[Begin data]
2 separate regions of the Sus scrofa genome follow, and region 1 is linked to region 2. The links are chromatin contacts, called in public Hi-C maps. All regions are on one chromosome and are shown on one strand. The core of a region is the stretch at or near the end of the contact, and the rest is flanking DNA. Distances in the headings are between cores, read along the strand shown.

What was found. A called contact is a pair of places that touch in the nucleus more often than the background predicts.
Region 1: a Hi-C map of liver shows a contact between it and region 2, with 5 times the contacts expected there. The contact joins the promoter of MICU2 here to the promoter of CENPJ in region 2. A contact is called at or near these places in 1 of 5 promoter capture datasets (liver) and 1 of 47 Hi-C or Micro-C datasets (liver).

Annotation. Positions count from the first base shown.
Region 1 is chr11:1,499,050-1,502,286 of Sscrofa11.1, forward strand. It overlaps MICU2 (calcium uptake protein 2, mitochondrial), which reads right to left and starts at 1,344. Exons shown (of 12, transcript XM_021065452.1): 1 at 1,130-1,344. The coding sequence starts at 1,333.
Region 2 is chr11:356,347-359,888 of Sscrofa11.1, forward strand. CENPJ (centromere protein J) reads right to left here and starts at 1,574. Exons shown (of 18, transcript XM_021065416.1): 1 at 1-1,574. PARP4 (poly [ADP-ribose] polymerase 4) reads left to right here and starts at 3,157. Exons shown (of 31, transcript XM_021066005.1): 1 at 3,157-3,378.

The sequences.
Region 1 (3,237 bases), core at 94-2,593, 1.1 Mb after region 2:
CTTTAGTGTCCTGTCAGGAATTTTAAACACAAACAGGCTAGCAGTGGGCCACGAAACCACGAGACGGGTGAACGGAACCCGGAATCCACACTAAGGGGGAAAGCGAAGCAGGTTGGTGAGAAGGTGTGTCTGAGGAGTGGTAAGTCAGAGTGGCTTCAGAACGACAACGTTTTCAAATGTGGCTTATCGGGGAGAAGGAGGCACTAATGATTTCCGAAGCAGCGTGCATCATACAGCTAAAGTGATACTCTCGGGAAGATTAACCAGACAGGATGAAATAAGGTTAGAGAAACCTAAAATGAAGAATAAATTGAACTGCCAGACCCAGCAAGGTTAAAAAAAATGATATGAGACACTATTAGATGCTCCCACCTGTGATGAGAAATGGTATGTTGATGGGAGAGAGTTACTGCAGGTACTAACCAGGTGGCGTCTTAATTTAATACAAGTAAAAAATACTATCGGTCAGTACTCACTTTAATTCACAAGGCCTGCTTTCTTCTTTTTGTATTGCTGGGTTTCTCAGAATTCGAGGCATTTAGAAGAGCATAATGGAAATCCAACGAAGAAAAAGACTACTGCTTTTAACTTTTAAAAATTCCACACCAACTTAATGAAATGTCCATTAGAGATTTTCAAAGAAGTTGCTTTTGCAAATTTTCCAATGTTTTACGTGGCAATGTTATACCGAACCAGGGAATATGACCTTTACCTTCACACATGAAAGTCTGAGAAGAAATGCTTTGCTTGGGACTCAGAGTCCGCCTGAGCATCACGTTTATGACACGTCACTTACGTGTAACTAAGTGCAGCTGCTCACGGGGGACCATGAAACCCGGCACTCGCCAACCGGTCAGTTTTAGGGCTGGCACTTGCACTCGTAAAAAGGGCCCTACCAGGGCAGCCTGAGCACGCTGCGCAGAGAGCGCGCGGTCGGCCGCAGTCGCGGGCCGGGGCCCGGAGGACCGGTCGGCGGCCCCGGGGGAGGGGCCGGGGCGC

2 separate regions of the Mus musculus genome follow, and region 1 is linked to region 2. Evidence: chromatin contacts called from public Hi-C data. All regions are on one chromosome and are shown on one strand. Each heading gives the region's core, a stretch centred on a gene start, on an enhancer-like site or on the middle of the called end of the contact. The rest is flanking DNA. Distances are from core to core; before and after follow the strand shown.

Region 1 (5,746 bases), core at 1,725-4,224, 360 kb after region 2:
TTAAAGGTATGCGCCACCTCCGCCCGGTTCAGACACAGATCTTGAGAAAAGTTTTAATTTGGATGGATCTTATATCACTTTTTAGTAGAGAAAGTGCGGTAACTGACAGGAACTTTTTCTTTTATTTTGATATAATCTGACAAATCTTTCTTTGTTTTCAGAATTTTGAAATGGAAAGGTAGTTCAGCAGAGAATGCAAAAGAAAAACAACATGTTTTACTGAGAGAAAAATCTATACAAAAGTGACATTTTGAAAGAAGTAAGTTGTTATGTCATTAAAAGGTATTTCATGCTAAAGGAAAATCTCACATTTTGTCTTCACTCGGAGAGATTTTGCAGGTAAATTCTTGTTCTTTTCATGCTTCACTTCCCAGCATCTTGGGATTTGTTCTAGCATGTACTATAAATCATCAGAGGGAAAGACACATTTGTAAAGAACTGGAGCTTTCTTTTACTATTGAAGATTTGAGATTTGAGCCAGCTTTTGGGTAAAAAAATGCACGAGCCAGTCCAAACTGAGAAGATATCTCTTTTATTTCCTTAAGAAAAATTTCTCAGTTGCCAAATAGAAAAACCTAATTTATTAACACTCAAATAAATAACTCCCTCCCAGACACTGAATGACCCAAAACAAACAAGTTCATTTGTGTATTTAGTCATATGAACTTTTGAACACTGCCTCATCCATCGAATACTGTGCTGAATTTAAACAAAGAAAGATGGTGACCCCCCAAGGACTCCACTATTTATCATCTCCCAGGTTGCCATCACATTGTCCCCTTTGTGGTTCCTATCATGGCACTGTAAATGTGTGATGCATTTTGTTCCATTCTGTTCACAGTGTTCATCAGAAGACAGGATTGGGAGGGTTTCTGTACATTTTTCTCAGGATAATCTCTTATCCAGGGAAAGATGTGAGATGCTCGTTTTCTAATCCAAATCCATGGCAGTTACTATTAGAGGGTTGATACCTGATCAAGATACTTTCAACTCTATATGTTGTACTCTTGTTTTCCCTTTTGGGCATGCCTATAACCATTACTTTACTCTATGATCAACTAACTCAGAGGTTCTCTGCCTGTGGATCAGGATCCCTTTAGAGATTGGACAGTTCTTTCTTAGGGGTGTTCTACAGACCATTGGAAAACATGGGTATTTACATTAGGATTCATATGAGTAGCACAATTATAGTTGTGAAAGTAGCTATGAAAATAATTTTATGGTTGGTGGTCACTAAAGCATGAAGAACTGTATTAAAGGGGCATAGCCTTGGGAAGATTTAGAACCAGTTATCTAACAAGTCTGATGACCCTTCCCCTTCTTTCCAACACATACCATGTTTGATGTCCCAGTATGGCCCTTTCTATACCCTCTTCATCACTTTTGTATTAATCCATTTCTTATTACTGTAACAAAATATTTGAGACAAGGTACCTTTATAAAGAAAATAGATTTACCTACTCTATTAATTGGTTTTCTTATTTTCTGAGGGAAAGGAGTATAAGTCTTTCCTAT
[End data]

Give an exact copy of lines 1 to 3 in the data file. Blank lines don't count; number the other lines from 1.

2 separate regions of the Sus scrofa genome follow, and region 1 is linked to region 2. The links are chromatin contacts, called in public Hi-C maps. All regions are on one chromosome and are shown on one strand. The core of a region is the stretch at or near the end of the contact, and the rest is flanking DNA. Distances in the headings are between cores, read along the strand shown.

What was found. A called contact is a pair of places that touch in the nucleus more often than the background predicts.
Region 1: a Hi-C map of liver shows a contact between it and region 2, with 5 times the contacts expected there. The contact joins the promoter of MICU2 here to the promoter of CENPJ in region 2. A contact is called at or near these places in 1 of 5 promoter capture datasets (liver) and 1 of 47 Hi-C or Micro-C datasets (liver).